What is piety you ask? To take time for consideration. … For what is as integral to the worship of God as that which he himself urges in the Psalm: ‘Be still and know that I am God’? This certainly is the essence of consideration. What is as valuable as consideration which benevolently presumes to take part in an action by anticipating and planning what must be done? This is absolutely necessary. Affairs which have been thought out and planned in advance can be accomplished efficiently, but they can lead to great danger if done haphazardly. I have no doubt that you can recall frequent experiences of this kind in legal affairs, in important business matters, or in any deliberations of significance.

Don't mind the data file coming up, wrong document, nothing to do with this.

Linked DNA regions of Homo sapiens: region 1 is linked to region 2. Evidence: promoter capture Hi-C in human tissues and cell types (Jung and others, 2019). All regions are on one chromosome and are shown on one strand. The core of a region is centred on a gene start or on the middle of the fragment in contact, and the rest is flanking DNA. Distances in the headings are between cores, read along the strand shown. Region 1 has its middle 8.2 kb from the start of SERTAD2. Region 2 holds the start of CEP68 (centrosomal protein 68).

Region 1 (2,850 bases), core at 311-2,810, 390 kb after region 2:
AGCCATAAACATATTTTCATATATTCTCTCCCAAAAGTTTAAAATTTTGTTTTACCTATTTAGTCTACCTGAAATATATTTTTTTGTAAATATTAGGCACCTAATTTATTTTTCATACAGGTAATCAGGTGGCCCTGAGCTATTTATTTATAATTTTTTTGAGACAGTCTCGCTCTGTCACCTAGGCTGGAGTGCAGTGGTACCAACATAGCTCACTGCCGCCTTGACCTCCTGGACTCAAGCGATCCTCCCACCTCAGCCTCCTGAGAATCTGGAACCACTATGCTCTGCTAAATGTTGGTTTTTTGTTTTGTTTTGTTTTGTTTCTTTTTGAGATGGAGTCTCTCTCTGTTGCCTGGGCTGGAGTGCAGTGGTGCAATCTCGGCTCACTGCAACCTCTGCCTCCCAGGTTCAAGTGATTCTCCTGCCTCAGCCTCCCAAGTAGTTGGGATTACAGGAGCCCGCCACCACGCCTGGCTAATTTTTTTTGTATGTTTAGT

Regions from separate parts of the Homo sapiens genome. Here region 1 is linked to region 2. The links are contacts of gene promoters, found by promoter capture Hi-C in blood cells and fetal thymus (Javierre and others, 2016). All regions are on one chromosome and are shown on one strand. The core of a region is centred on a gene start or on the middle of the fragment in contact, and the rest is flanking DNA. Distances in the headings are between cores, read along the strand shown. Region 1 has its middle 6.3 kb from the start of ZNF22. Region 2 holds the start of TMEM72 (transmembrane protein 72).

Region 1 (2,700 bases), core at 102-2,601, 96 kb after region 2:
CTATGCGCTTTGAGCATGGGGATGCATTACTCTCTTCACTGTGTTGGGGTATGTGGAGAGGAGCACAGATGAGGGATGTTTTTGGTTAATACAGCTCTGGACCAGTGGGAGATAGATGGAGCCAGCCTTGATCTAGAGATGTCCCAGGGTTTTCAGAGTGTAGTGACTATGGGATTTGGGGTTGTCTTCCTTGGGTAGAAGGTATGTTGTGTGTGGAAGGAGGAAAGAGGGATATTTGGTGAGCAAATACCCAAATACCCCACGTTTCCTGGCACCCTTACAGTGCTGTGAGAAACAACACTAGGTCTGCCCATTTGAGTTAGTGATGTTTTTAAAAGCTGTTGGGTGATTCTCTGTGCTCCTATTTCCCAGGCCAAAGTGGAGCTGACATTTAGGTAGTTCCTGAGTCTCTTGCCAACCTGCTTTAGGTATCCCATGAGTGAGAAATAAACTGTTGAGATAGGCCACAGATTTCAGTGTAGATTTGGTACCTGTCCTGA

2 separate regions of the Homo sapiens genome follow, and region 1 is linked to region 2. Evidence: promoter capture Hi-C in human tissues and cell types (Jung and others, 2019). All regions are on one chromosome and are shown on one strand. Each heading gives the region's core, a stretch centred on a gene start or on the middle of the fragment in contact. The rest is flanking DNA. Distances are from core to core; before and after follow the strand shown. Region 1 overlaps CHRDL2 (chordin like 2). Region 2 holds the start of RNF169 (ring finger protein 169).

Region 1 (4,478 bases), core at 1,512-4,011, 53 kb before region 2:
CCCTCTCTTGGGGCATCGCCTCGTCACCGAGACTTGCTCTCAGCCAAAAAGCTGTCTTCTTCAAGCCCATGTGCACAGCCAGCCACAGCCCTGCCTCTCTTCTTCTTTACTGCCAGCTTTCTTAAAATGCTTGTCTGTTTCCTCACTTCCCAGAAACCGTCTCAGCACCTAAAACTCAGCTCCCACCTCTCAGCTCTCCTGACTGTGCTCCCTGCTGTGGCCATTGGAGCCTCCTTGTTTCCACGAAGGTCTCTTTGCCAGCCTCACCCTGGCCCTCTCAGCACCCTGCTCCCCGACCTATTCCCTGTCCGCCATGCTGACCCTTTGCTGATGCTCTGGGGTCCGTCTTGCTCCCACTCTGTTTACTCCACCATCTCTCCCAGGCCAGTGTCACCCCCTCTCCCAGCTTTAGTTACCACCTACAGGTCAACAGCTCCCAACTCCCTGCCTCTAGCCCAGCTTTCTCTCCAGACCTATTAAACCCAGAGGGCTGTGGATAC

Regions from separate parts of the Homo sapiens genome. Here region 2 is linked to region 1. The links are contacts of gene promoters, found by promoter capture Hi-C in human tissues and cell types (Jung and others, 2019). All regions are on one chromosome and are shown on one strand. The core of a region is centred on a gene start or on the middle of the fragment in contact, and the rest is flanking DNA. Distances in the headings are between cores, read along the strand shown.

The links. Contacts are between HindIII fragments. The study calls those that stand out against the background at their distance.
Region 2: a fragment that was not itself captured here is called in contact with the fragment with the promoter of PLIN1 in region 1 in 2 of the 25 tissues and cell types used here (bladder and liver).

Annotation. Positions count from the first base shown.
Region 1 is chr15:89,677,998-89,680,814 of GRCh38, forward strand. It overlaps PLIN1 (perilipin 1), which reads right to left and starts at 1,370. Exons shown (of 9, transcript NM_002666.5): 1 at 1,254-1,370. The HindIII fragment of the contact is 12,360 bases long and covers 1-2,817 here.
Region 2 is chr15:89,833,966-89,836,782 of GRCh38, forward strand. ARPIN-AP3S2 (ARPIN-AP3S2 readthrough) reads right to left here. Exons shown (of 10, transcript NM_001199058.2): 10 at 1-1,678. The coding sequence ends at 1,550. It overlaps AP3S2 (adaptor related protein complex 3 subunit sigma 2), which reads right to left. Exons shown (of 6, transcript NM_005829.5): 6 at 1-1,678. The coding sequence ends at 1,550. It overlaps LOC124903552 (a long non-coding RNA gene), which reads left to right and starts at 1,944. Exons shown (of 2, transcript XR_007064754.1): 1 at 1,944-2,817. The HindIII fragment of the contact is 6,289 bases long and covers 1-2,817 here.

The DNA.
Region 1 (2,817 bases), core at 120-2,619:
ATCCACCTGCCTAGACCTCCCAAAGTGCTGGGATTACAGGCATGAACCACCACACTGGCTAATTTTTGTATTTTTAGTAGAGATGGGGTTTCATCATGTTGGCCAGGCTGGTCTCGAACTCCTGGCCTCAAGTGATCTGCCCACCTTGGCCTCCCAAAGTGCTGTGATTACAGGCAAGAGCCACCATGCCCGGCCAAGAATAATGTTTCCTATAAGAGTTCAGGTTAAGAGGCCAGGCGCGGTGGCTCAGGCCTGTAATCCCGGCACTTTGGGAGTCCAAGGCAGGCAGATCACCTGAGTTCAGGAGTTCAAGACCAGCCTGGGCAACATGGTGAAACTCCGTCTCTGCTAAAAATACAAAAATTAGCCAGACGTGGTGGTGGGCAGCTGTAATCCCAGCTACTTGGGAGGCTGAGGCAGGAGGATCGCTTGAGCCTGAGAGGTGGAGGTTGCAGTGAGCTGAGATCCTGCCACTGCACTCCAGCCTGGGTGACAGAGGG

Now, of primary importance is the fact that consideration purifies its source, that is, the mind. Notice also that it controls the emotions, guides actions, corrects excesses, improves behavior, confers dignity and order on life, and even imparts knowledge of divine and human affairs. It puts an end to confusion, closes gaps, gathers up what has been scattered, roots out secrets, hunts down truth, scrutinizes what seems to be true, and explores lies and deceit. It decides what is to be done and reviews what has been done in order to eliminate from the mind anything deficient or in need of correction. Consideration anticipates adversity when all is going well, and when adversity comes, it stands firm. In this it displays both prudence and fortitude.
Bernard of Clairvaux, Five Books on Consideration: Advice to a Pope, Book One, Chapter VII, verse 8 (CF 37, p. 37f.)